23 the first two columns, but now only using data on transactions between French households. This allows us to check whether there is a spill-over price impact even for domestic investors, and mitigates concerns that our results are mechanically driven by overpaying on the part of non-resident foreigners. [Insert Table 8 about here] Columns 1 2 in Table Table 8 show highly significant but in terms of economic magnitude relatively low positive conditional correlation between the volume of purchases by non-resident foreigners (but not resident foreigners) and price changes. The coefficient of in column 2 suggests that an increase by one in the annual net purchase volume by non-resident foreigners in a neighbourhood is associated with 0.1% change in neighborhood prices. When we repeat these specifications on transactions that only involve French buyers and sellers, we get very similar coefficients, but the statistical significance disappears, which is not surprising given the much smaller sample Instrumental variable approach One concern is that properties in neighborhoods with different inflows of non-residents might have different rates of appreciation for reasons unrelated to that inflow, even when controlling for the different capital gains on houses in (ex ante) highly educated or attractive areas over our time frame. For example, it may be that public investments in the quality of daily life in a neighborhood lead to both an increase in property prices and to an increase in the attractiveness of the neighborhood to foreigners. To solve this endogeneity problem, we need to find an exogenous source of cross-sectional variation in the number of purchases by non-resident foreigners, so that we can implement an instrumental variables approach. Inspired by previous work on the effects of immigration on housing markets (e.g., Saiz, 2007, 21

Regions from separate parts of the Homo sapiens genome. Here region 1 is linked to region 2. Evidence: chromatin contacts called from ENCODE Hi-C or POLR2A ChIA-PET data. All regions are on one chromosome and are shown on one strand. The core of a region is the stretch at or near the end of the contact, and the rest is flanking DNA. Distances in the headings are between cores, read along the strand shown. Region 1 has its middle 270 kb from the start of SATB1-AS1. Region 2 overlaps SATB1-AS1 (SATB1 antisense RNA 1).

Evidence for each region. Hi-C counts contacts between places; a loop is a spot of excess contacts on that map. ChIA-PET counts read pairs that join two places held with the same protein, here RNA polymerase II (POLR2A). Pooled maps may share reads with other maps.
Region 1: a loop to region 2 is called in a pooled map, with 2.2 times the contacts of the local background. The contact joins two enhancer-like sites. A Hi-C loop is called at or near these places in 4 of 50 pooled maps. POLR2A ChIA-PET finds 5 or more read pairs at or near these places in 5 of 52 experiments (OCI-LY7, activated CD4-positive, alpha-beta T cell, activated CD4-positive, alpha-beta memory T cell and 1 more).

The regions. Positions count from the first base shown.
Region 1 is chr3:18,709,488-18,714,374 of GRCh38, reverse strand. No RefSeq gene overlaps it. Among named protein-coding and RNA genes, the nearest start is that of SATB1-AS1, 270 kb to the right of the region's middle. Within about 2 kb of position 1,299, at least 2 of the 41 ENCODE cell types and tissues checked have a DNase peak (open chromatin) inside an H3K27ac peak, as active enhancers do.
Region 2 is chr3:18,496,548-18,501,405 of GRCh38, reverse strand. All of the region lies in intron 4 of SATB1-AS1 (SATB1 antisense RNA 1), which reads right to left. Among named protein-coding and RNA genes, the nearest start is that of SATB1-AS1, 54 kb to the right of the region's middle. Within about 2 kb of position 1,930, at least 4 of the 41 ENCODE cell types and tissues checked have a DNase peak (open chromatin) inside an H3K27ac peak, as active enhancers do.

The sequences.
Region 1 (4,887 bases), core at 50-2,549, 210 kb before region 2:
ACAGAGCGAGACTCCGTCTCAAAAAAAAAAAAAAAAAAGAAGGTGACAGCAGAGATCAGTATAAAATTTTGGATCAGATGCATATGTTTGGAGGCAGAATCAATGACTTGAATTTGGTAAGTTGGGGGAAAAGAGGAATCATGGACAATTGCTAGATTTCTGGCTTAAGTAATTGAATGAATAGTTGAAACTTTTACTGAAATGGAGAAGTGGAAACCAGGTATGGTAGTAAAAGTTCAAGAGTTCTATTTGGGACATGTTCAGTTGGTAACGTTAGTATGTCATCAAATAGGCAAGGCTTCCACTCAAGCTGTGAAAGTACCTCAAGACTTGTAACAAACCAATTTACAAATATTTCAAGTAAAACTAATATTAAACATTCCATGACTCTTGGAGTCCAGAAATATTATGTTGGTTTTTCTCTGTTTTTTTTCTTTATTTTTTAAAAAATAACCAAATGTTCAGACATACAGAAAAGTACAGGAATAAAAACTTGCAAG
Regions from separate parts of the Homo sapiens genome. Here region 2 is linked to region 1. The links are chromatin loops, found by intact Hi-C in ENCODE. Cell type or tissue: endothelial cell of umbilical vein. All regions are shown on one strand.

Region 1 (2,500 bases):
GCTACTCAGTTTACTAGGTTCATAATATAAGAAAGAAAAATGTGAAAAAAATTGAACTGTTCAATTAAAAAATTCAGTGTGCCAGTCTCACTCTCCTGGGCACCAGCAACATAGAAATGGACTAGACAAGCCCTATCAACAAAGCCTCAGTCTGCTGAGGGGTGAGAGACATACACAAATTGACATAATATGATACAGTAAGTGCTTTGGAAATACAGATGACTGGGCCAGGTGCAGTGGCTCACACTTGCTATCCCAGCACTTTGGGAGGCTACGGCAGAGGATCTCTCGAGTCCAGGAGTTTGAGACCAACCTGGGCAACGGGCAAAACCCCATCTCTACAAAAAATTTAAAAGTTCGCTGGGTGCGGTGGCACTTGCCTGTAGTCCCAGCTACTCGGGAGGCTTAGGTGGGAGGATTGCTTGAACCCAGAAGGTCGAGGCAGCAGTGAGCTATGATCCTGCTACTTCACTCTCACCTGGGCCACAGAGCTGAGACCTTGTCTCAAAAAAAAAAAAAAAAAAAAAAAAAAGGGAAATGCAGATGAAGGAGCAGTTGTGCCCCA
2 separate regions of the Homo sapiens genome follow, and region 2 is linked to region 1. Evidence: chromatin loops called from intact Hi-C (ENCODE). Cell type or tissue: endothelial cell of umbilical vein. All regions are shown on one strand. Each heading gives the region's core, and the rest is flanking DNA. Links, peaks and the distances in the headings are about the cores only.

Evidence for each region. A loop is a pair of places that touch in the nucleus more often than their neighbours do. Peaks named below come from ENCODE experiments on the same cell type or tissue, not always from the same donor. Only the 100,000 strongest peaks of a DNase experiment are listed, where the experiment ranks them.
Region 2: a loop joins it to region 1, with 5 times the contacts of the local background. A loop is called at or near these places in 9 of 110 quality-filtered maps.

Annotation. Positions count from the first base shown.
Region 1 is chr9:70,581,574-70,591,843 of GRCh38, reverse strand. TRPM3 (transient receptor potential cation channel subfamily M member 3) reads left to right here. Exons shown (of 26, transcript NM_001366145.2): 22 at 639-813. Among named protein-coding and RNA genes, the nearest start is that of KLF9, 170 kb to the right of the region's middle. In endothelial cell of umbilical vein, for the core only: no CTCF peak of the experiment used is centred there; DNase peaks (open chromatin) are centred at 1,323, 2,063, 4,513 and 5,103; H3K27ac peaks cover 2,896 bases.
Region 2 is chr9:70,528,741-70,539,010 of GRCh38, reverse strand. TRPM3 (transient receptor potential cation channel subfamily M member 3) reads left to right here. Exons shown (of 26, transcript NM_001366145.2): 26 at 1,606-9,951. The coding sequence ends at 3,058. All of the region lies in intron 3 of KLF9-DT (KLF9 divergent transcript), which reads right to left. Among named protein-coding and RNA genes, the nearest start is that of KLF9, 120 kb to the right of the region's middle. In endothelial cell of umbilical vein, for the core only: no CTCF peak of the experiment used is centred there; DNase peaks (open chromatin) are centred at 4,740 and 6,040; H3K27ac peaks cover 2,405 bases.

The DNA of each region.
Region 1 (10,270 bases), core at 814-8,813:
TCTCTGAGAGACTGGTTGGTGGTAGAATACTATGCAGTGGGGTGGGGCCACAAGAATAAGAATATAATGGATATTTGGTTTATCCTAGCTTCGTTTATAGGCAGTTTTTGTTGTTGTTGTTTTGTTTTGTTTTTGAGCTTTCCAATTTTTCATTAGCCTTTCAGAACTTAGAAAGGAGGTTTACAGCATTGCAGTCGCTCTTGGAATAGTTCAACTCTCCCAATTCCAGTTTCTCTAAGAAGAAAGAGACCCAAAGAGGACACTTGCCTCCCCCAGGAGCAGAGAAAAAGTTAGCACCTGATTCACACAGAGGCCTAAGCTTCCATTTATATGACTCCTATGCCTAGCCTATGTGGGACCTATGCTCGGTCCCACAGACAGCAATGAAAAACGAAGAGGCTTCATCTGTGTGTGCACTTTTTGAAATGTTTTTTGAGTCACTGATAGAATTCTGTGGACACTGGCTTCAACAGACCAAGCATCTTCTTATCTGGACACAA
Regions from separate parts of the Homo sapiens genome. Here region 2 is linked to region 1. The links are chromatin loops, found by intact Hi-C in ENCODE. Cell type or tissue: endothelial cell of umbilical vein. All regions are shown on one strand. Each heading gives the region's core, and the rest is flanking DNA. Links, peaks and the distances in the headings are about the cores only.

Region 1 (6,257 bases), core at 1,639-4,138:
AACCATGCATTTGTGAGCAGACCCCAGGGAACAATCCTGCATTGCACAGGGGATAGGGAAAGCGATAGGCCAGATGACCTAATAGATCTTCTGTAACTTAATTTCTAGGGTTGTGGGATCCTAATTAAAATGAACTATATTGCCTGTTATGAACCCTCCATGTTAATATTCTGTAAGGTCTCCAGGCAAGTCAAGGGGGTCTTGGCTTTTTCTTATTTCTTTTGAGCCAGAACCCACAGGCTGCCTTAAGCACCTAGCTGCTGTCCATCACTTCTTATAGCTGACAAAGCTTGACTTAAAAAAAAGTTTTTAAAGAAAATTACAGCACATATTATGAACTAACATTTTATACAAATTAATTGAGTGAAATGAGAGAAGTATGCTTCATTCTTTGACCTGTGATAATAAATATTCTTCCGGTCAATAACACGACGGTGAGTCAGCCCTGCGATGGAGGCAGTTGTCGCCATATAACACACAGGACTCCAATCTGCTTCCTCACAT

24 Gonzalez and Ortega, 2013), our instruments predict actual inflows of non-resident foreigners into the different districts of Paris by allocating the aggregate inflow of non-resident foreigners over a period to the districts based on historical settlement patterns. Each area is thus assigned a share of total inflow based on pre-existing networks, which is motivated by the observation that, all else equal, foreigners tend to buy where their countrymen have bought before (cf. supra). We instrument Inflow RF n,s t and Inflow NRF n,s t using three variables. The first two instruments, which we can denote by Share RF d,s t and ShareNRF d,s t are Bartik-style shift-share variables constructed as follows. First, we consider for each nationality how households of this nationality were distributed over the twenty districts in Paris in 1982 using census data from INSEE. Second, for each year over our sample period and for each nationality, we allocate the total resident or non-resident foreign inflow to the different districts based on the geographical spread from the first step. Third, we sum the predicted inflows over all nationalities. Finally, we divide by the year-1982 population in the district. The result is that these instrumental variables will take a high value for all neighborhoods in a given district in a given year if in that year there is a high inflow in Paris of resident or non-resident foreigners from countries that were highly represented in that district in To isolate exogenous variation in non-resident demand, we create a third instrument as follows. We interact Share NRF d,s t with the the proportion of secondary residences in the neighborhood (in year 1990) to create a neighborhood-level instrumental variable. As indicated in our earlier analysis, our data suggest a strong positive correlation between the desirability of a neighbourhood (as measured by the number of secondaty residences in 1990) and the proportion of non-resident foreign buyers over Importantly for our IV analysis, this correlation does not seem to be present for resident foreign buyers. We thus perform a 2SLS analysis. In the first stage we have two endogenous variables: 22